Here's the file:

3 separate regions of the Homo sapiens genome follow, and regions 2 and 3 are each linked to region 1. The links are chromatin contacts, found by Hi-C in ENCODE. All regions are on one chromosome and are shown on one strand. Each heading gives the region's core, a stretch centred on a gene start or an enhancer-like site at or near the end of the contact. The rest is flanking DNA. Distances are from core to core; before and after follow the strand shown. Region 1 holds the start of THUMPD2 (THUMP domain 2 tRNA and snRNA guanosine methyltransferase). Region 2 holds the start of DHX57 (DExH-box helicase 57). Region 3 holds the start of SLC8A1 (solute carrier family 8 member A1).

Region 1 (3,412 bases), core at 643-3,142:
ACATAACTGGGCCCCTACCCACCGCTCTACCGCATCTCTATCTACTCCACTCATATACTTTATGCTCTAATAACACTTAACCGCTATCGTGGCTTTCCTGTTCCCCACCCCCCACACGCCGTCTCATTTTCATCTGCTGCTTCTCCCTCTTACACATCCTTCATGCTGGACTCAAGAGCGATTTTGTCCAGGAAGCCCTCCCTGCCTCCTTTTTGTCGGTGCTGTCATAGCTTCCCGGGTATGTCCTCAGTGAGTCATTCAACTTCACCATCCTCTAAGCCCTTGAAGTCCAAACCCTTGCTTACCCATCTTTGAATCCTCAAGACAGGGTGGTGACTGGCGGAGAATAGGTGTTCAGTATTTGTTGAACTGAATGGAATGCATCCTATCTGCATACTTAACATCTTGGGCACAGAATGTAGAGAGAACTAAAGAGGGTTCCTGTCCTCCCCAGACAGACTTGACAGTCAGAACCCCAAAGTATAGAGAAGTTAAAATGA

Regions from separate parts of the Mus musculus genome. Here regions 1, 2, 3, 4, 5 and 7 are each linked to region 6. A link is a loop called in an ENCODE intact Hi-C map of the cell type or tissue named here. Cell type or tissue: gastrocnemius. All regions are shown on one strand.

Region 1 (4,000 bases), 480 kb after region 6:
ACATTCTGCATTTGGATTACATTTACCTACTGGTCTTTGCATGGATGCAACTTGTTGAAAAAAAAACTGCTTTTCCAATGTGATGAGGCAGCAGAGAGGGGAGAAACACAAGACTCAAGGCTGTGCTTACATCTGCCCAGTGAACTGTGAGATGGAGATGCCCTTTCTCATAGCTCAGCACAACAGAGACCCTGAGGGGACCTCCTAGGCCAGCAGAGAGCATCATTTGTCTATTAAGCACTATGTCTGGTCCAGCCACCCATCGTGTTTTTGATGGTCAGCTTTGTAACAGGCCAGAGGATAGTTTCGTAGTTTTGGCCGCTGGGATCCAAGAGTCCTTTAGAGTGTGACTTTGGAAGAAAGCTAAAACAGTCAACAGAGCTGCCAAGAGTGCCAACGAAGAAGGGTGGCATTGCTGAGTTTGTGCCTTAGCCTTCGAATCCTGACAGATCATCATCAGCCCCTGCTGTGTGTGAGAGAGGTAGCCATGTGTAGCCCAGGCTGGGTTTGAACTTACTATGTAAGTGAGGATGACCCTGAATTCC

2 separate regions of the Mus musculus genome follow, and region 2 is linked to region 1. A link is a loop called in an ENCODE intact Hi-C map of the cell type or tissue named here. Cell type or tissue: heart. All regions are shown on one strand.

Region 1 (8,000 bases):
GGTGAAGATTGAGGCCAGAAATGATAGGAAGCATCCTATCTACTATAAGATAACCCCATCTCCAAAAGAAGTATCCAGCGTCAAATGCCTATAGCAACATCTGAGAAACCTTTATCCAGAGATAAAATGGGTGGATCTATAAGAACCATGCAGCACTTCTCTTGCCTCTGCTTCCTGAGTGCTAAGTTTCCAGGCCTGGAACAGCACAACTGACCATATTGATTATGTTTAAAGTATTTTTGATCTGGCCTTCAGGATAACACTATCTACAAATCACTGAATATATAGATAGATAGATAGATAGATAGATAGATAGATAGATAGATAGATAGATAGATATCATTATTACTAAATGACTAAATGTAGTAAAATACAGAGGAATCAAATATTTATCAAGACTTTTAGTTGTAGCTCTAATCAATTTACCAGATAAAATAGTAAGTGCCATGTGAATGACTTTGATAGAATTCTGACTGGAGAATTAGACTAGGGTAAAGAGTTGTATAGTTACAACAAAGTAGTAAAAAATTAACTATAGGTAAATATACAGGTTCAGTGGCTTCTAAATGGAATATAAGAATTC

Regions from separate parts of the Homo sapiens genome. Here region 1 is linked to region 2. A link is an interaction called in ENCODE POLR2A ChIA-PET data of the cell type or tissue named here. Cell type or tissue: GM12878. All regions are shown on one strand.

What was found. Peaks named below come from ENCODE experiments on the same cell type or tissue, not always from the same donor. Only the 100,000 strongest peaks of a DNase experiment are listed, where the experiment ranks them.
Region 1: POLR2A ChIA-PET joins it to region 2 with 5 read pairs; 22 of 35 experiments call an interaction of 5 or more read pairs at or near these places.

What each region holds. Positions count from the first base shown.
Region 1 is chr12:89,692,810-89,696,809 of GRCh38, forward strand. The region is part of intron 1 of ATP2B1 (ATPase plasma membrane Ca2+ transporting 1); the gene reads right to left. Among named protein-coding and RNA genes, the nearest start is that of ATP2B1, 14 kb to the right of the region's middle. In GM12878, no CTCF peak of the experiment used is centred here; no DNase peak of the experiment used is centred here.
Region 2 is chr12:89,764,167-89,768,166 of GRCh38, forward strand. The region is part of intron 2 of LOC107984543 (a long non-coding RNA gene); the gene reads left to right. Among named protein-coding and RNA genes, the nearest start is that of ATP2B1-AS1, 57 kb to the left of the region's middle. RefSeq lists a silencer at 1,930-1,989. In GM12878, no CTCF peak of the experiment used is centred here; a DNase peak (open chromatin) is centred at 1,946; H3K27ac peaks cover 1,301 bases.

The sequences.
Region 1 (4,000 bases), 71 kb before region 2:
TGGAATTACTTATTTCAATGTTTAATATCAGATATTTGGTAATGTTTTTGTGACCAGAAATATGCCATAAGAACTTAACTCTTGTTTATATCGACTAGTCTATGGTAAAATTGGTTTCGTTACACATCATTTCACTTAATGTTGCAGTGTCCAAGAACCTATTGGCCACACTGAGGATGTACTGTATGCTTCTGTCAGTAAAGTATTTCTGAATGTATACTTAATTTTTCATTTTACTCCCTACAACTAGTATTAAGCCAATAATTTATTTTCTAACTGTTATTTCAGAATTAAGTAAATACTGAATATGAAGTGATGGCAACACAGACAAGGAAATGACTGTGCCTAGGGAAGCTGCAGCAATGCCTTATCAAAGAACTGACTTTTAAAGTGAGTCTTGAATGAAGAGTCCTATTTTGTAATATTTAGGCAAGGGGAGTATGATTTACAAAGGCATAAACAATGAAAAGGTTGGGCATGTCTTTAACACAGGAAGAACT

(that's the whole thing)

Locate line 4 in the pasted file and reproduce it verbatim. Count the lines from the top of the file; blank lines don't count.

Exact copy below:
Regions from separate parts of the Mus musculus genome. Here regions 1, 2, 3, 4, 5 and 7 are each linked to region 6. A link is a loop called in an ENCODE intact Hi-C map of the cell type or tissue named here. Cell type or tissue: gastrocnemius. All regions are shown on one strand.